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Floating Aspect

Gyula Sopronyi's exhibition

We are exploring photographer Gyula Sopronyi’s viewpoint. As we are looking at the pictures, we are trying to place ourselves both into the position and the situation at the same time. The image crops are quite narrow, and yet they are large enough to show and let us see the situation and the environment. A floating aspect.

Roland Barthes referred to the viewing of photographs with a general interest as studium. “…[it] doesn’t mean, at least not immediately, “study,” but application to a thing, taste for someone, a kind of general, enthusiastic commitment, of course, but without special acuity” (Barthes 26). However, there is something that breaks this kind of investigation and it is the punctum. “A photograph’s punctum is that accident which pricks me (but also bruises me, is poignant to me)” (Barthes 27). As long as we are looking at Sopronyi’s abstract series with “only” that general interest of putting ourselves into the photographer’s position (on the Pont des Arts bridge in Paris), looking for his viewpoint (he is looking downwards), and finding what he is looking at (the barges) – we are only engaging in studium. Attention is required here to find the punctum. The punctum of the photographs may be different for everyone: the cargo of the boats – a blue piece of clothing in the gravel, a little dog in the clothes basket, a nicely laid table, the construction debris or the strings tangled on the boat canvas. And the punctum may be the rippling waves, the infinite shades of the river’s blue and green, which do not only allow us to draw conclusions about the circumstances and the weather conditions of the shot, but they are also important factors which influence the mood.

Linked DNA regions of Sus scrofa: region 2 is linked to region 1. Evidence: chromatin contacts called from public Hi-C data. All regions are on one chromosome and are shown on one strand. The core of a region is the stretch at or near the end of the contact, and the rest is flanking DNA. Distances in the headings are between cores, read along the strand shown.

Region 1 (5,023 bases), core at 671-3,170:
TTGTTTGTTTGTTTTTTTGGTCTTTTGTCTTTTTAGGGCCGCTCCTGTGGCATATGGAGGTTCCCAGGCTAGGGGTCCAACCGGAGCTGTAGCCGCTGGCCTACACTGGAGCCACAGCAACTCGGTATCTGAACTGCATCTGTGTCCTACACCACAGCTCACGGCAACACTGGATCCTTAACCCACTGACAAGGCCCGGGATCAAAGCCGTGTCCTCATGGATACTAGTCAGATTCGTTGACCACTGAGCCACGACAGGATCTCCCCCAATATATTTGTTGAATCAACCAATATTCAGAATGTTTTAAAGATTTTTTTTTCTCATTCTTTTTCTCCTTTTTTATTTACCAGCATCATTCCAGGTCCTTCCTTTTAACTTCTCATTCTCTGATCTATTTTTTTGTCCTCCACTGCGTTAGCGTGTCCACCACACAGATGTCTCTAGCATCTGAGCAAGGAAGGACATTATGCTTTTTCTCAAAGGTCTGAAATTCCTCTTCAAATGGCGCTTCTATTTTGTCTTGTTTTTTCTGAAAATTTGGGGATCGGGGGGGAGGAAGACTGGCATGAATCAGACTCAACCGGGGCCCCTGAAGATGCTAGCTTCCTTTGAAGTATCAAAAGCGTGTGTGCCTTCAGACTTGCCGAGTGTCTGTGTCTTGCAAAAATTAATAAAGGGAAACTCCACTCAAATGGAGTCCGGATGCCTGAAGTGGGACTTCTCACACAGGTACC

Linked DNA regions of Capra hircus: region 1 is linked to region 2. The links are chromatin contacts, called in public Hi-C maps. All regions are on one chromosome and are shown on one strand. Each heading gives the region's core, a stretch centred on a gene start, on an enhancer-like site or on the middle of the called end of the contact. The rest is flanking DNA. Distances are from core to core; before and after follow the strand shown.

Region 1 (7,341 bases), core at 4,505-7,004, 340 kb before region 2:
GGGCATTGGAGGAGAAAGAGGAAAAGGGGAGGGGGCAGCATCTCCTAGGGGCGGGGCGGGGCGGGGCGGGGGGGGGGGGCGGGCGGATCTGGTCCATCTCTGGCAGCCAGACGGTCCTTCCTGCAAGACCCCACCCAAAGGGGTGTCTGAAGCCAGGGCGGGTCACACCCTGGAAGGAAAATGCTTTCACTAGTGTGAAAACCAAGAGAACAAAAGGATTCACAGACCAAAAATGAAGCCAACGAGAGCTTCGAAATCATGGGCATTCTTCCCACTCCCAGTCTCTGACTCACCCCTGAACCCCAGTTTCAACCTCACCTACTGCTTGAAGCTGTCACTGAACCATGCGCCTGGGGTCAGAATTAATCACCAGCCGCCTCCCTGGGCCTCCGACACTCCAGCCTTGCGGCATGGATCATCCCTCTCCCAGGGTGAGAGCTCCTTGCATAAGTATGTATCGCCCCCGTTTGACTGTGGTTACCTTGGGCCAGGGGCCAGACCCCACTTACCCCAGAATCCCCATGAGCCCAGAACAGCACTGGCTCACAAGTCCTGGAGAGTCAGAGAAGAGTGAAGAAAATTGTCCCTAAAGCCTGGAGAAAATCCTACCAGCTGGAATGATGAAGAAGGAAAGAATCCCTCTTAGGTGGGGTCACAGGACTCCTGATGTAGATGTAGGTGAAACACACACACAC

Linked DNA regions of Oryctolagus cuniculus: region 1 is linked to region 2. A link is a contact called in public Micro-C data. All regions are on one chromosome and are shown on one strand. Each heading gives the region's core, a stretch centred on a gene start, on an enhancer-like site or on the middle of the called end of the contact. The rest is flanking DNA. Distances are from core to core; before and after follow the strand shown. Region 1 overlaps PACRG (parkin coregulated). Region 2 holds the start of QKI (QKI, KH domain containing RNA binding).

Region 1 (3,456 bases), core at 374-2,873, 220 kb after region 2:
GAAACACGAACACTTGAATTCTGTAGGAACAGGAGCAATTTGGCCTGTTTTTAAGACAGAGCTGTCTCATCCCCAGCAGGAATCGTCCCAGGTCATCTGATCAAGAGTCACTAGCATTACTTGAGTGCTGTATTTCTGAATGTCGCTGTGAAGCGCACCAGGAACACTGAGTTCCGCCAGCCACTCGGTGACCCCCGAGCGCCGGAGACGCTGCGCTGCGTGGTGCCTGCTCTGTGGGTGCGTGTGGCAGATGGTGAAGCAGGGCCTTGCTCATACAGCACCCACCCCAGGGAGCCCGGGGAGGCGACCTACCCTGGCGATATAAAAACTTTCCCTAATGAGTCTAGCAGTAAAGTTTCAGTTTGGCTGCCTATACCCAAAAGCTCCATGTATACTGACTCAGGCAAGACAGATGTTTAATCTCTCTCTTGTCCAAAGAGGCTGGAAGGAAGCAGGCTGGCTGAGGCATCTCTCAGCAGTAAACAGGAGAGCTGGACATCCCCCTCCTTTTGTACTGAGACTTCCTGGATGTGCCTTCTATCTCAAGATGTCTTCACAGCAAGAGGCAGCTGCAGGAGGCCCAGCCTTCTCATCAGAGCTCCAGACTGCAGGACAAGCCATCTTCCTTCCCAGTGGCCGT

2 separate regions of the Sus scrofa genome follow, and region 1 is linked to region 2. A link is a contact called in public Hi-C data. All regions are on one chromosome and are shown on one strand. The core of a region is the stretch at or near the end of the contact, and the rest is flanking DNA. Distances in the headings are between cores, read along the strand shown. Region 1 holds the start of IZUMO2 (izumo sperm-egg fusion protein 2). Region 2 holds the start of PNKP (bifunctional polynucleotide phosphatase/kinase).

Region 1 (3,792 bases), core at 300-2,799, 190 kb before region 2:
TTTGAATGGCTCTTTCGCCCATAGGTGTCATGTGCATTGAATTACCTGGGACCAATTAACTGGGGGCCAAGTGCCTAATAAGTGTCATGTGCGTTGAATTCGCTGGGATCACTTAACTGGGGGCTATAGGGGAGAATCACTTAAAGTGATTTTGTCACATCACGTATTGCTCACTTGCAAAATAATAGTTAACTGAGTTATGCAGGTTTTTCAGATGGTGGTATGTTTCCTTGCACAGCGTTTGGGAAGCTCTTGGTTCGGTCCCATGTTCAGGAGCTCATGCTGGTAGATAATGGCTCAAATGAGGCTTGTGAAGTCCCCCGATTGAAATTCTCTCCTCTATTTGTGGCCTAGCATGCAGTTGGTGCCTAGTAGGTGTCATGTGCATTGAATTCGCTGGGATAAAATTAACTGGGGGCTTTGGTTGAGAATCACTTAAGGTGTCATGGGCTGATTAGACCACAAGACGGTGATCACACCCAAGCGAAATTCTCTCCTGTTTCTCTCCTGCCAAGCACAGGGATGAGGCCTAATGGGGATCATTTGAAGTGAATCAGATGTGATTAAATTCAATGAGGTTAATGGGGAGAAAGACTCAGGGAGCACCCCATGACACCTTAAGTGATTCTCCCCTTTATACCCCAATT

Backing away from the individual visual elements and details, however, their conflicting and contrapuntal relationship becomes important: the water with the floating and moving boats; the barges with their cargo inside or upon them; the movement with the immobility of the photographer, as well as the interrelationship of each image within the series.

Balogh Rudolf Award-winning photographer Gyula Sopronyi’s series of photographs entitled Floating Aspect with its video installation, which he made through the National Cultural Fund of Hungary’s André Kertész Fellowship in Paris, is now shown – after the Hungarian Institute in Paris – to the Hungarian public at the Project Room of the Robert Capa Contemporary Photography Center.

Judit Gellér

Photo: Gyula Sopronyi: Callsign FM4601, 2014.

Curator of the exhibition:
Judit Gellér

The exhibition is open to the public:
28/04/2015 – 23/05